Nina Simone wasn’t a pop singer. That’s what we would call her today because her category no longer exists. She was a cabaret singer. When she was unfairly rejected for a scholarship to study classical piano at The Curtis Institute in Philadelphia, she supported herself by playing popular music in bars and restaurants. She would sing and play whatever songs were on the radio. It was a very demanding job, and playing those songs night after night is what molded her into the greatest interpreter both as a vocalist and a pianist.

To the second objection, that she isn’t remembered for her compositions, I can only point to her unforgettable performance of Mississippi Goddamn, a composition of her own. With a cheerful piano accompaniment, and a melody that pushes the piece forward, she managed to write and perform a song that defines courage. The music is a beautiful, confident show tune that carries lyrics about one of the worst tragedies in American history. The effect is a better expression of the black experience in this country than any other performance in jazz.

So please, remember Nina Simone.

Here’s my playlist of Nina Simone’s best tracks to help her cause.

2018: The Year of the EP!

Well, the full length album is dead. It lived a long and brilliant life. Highlights included work from The Beatles, Pink Floyd, Joanna Newsom, Popol Vuh, AC/DC, and Galantis. But the fact is that nobody is listening to full length albums in 2018.

People are listening to playlists on Spotify, which are often made up mostly of singles from disparate artists. With the exception of the one percent of hardcore music listeners, nobody has the patience to listen to a full length album of music. Even the real music fans I know, who go to concerts with me several times a month, do not listen to full length albums.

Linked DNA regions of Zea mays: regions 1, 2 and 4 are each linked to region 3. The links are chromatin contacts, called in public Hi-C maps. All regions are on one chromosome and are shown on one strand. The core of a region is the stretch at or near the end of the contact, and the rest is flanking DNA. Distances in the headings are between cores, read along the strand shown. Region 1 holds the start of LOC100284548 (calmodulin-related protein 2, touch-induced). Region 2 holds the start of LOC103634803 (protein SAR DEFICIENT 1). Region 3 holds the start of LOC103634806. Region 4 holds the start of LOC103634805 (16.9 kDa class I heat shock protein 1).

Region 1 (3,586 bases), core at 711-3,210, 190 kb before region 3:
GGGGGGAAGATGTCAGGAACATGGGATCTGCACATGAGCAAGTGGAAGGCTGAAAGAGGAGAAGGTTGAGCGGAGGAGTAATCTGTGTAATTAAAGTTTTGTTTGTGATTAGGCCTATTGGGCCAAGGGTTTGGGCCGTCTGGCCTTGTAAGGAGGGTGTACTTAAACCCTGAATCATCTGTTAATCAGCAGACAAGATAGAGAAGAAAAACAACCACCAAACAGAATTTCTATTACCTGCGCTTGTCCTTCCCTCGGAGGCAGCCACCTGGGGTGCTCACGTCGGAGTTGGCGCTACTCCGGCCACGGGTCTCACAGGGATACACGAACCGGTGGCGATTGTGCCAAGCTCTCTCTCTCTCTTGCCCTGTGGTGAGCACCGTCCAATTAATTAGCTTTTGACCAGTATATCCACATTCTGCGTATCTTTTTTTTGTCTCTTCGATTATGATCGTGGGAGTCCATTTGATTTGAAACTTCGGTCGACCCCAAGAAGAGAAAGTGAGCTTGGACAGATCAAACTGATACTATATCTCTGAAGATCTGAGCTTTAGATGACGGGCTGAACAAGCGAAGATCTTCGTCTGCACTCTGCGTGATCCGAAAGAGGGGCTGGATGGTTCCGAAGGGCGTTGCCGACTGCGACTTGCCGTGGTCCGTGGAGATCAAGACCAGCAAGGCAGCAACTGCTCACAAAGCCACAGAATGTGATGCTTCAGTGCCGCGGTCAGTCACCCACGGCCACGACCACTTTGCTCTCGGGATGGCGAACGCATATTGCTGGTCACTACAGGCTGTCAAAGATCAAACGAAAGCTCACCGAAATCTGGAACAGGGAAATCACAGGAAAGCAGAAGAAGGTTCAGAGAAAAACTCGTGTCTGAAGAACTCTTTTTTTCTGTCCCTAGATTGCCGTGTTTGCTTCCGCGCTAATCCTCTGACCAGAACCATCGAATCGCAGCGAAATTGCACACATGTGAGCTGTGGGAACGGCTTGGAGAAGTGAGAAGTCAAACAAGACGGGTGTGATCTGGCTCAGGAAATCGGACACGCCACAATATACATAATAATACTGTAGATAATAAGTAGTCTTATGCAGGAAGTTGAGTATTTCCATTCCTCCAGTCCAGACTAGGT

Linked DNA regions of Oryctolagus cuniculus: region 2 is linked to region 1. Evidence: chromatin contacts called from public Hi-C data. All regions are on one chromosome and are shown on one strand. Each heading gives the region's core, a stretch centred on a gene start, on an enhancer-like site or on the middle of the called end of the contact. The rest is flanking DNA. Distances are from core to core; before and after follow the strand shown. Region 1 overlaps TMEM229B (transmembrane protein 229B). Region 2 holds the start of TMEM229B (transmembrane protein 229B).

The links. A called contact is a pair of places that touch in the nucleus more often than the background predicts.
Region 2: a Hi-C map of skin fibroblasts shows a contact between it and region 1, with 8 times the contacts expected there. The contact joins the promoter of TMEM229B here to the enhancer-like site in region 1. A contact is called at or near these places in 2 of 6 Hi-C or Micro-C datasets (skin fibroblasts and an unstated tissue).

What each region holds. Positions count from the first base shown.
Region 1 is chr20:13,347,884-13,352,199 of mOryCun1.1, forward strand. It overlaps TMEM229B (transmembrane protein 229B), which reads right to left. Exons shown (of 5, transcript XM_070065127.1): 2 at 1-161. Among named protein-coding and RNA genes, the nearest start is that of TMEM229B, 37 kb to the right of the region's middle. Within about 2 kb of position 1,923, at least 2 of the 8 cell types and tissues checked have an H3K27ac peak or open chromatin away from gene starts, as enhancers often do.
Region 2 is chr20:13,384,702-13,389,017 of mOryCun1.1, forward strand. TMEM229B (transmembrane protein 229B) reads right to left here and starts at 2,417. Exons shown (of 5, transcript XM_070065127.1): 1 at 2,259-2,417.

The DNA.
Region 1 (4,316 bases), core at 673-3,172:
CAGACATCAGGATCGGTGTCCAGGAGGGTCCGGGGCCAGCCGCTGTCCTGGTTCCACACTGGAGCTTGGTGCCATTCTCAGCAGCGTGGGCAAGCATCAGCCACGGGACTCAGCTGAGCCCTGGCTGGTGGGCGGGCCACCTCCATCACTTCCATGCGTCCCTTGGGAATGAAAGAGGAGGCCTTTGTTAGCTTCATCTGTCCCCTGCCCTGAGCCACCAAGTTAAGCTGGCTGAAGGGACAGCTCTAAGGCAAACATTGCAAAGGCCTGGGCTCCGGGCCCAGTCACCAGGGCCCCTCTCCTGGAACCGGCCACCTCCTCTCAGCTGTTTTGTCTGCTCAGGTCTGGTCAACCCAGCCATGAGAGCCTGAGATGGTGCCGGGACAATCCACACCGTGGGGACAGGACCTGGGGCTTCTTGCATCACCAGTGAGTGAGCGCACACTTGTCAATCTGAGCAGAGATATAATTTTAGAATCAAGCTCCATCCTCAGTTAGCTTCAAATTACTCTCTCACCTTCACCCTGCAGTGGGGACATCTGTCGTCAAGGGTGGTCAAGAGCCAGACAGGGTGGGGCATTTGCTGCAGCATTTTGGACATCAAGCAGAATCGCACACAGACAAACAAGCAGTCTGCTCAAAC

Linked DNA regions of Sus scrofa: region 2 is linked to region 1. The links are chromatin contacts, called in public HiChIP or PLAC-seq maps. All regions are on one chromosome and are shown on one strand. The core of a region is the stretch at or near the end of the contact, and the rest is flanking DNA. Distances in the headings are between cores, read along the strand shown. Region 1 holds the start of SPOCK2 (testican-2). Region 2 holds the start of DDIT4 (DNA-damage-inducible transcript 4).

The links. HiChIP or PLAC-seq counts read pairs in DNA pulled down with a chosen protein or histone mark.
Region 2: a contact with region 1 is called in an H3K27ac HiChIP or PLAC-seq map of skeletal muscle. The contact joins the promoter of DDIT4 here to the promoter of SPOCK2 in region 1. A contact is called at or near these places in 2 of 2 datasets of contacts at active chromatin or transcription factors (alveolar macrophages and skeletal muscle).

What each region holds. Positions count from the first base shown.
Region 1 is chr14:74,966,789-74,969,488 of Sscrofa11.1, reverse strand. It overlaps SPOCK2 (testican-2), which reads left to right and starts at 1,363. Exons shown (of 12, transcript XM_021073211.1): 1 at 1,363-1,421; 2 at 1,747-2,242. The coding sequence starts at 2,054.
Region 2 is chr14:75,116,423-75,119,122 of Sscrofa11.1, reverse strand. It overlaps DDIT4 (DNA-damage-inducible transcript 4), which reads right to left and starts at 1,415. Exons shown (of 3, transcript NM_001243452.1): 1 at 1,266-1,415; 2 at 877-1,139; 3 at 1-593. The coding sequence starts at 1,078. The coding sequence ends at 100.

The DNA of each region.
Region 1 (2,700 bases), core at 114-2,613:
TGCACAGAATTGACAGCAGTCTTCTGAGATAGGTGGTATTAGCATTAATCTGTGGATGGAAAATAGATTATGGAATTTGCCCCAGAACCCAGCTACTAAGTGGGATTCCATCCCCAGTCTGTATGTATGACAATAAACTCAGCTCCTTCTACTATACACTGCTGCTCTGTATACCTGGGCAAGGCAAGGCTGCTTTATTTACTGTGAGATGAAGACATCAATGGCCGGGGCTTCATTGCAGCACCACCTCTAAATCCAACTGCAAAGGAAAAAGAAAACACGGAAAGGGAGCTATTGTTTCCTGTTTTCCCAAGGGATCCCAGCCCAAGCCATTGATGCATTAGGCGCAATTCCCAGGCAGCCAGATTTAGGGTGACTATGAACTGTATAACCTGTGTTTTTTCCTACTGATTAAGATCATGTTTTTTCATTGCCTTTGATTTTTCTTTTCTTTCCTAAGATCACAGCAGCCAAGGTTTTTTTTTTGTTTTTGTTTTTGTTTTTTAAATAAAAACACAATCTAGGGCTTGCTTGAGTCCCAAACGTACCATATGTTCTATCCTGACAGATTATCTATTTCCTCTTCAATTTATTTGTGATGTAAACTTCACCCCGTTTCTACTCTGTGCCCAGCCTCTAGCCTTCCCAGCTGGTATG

But people do want more than singles.

So in 2018, we witnessed the explosion of a form that has come to be called “The EP”. It’s an extremely history-laden name for a short collection of music. An EP usually lasts at least ten minutes, and includes no more than seven individual tracks.

For me, personally, it’s what I listened to most in 2018. When I was listening to Discover Weekly and Release Radar on Spotify, I was seeking out experiences that were more than just a single piece of music, but an hour was usually too much music, even for me.

This is a format that works really well for indie musicians. It’s hard to write an hour of cohesive music that is strong from beginning to end. It’s much easier to write ten to twenty minutes of strong, cohesive music. And each EP can be different. EPs allow artists to explore more than singles or full length albums.

So here’s a playlist I made that consists of tracks from EPs I liked this year. It’s mostly indie electronic music, but there’s some Hip-Hop in there as well and a few tracks by well established artists.

Thanks for listening!

Three parallels between E. M. Forster and J. R. R. Tolkien

Forster and Tolkien are not much alike on the surface, but if you peer just a bit deeper, the similarities start popping out.

1. Both served in the First World War

Both served in the war in their own way. Neither wanted to be a soldier. Tolkien was coerced by his relatives to join the army as a matter of honor. Forster knew he wasn’t cut out to be a soldier, so he served the Red Cross as a conscientious objector.